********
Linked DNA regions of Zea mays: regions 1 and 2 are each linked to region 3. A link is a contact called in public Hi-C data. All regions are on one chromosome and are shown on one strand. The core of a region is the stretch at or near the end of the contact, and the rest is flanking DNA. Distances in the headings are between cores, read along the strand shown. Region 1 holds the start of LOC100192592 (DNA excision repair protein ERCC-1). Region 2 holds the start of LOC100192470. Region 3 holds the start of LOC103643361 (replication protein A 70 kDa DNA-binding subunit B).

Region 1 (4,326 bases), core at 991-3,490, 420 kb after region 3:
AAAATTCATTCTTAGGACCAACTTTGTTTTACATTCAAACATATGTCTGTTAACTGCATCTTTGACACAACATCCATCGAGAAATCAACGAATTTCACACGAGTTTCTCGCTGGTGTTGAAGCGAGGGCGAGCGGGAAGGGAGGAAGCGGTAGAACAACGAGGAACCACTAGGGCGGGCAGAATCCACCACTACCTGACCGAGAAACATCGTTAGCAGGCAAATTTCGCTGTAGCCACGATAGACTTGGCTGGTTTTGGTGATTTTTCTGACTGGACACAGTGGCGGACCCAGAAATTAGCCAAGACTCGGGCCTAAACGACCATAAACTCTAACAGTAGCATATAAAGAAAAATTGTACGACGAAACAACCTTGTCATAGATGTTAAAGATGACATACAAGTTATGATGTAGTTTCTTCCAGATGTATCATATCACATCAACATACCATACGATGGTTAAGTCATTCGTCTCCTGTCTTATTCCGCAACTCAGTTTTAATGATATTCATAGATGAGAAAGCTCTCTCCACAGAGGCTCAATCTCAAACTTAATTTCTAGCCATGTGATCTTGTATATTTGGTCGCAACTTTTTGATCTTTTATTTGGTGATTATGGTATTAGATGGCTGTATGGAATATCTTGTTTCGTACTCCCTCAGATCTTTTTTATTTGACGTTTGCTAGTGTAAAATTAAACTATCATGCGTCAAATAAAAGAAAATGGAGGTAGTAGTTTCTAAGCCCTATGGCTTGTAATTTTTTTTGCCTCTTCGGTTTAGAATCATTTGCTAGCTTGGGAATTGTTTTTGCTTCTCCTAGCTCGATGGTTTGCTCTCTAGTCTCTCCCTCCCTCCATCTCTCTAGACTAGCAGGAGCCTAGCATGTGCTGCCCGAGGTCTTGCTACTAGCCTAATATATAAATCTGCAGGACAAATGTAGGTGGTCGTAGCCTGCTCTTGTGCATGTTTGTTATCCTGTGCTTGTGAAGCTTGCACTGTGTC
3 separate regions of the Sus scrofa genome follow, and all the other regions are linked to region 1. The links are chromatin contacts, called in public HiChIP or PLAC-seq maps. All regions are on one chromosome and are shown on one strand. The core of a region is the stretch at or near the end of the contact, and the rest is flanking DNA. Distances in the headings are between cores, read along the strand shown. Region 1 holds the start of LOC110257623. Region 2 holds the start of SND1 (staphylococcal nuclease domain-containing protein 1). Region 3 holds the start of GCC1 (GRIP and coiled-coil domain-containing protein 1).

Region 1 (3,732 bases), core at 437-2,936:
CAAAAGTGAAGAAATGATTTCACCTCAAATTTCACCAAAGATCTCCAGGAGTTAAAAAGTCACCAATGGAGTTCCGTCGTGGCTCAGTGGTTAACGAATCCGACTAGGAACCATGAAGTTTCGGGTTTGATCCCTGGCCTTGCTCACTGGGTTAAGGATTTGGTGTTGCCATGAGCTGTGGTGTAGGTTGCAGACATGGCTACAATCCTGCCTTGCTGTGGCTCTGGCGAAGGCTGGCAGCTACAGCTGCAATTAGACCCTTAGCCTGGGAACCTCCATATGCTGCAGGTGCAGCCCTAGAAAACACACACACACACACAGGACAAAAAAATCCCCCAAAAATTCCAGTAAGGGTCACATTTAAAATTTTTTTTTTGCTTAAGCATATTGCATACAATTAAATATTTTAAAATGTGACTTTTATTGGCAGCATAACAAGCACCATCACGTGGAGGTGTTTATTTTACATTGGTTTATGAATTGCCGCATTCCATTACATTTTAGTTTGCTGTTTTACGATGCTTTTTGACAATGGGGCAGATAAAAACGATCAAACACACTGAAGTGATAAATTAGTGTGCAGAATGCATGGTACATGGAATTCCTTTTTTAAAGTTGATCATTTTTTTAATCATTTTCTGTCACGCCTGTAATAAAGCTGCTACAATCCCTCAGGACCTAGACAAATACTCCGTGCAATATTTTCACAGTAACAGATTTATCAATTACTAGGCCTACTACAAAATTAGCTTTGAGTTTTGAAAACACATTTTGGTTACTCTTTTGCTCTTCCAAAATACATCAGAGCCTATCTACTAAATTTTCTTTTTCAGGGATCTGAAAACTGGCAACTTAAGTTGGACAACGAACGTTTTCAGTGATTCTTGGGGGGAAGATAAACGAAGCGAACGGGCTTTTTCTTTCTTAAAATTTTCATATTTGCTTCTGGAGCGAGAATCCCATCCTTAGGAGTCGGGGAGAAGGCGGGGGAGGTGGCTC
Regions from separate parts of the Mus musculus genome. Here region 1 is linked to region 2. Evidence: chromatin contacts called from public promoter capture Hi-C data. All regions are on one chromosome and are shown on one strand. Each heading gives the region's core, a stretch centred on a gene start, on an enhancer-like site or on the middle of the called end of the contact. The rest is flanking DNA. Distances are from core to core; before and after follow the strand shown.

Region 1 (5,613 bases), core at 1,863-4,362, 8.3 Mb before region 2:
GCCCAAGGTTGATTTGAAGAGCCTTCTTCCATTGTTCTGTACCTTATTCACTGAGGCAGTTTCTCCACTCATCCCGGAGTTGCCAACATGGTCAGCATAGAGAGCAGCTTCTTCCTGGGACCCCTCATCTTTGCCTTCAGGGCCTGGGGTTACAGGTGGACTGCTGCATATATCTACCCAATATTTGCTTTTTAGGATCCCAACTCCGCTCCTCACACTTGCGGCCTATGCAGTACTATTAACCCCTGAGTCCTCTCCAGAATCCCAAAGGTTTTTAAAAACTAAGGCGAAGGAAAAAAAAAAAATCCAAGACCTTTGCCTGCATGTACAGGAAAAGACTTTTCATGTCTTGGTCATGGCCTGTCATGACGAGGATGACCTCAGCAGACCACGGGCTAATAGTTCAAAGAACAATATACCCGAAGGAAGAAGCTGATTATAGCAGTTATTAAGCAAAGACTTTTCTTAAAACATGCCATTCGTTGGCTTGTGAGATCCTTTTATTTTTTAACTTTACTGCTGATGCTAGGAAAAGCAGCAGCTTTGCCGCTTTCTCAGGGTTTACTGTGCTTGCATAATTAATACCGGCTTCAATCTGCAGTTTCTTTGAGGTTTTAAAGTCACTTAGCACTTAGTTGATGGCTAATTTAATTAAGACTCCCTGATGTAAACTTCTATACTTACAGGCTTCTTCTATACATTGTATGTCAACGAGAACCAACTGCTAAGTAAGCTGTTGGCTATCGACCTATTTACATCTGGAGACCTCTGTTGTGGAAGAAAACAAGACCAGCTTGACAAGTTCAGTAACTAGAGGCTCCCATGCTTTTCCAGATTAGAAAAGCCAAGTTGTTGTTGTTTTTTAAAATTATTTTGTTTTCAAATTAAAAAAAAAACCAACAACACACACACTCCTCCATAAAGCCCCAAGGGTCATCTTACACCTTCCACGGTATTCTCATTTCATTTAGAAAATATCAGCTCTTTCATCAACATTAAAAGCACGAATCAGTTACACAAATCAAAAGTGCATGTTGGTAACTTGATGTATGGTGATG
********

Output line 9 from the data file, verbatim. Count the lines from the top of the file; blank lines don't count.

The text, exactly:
GCCCAAGGTTGATTTGAAGAGCCTTCTTCCATTGTTCTGTACCTTATTCACTGAGGCAGTTTCTCCACTCATCCCGGAGTTGCCAACATGGTCAGCATAGAGAGCAGCTTCTTCCTGGGACCCCTCATCTTTGCCTTCAGGGCCTGGGGTTACAGGTGGACTGCTGCATATATCTACCCAATATTTGCTTTTTAGGATCCCAACTCCGCTCCTCACACTTGCGGCCTATGCAGTACTATTAACCCCTGAGTCCTCTCCAGAATCCCAAAGGTTTTTAAAAACTAAGGCGAAGGAAAAAAAAAAAATCCAAGACCTTTGCCTGCATGTACAGGAAAAGACTTTTCATGTCTTGGTCATGGCCTGTCATGACGAGGATGACCTCAGCAGACCACGGGCTAATAGTTCAAAGAACAATATACCCGAAGGAAGAAGCTGATTATAGCAGTTATTAAGCAAAGACTTTTCTTAAAACATGCCATTCGTTGGCTTGTGAGATCCTTTTATTTTTTAACTTTACTGCTGATGCTAGGAAAAGCAGCAGCTTTGCCGCTTTCTCAGGGTTTACTGTGCTTGCATAATTAATACCGGCTTCAATCTGCAGTTTCTTTGAGGTTTTAAAGTCACTTAGCACTTAGTTGATGGCTAATTTAATTAAGACTCCCTGATGTAAACTTCTATACTTACAGGCTTCTTCTATACATTGTATGTCAACGAGAACCAACTGCTAAGTAAGCTGTTGGCTATCGACCTATTTACATCTGGAGACCTCTGTTGTGGAAGAAAACAAGACCAGCTTGACAAGTTCAGTAACTAGAGGCTCCCATGCTTTTCCAGATTAGAAAAGCCAAGTTGTTGTTGTTTTTTAAAATTATTTTGTTTTCAAATTAAAAAAAAAACCAACAACACACACACTCCTCCATAAAGCCCCAAGGGTCATCTTACACCTTCCACGGTATTCTCATTTCATTTAGAAAATATCAGCTCTTTCATCAACATTAAAAGCACGAATCAGTTACACAAATCAAAAGTGCATGTTGGTAACTTGATGTATGGTGATG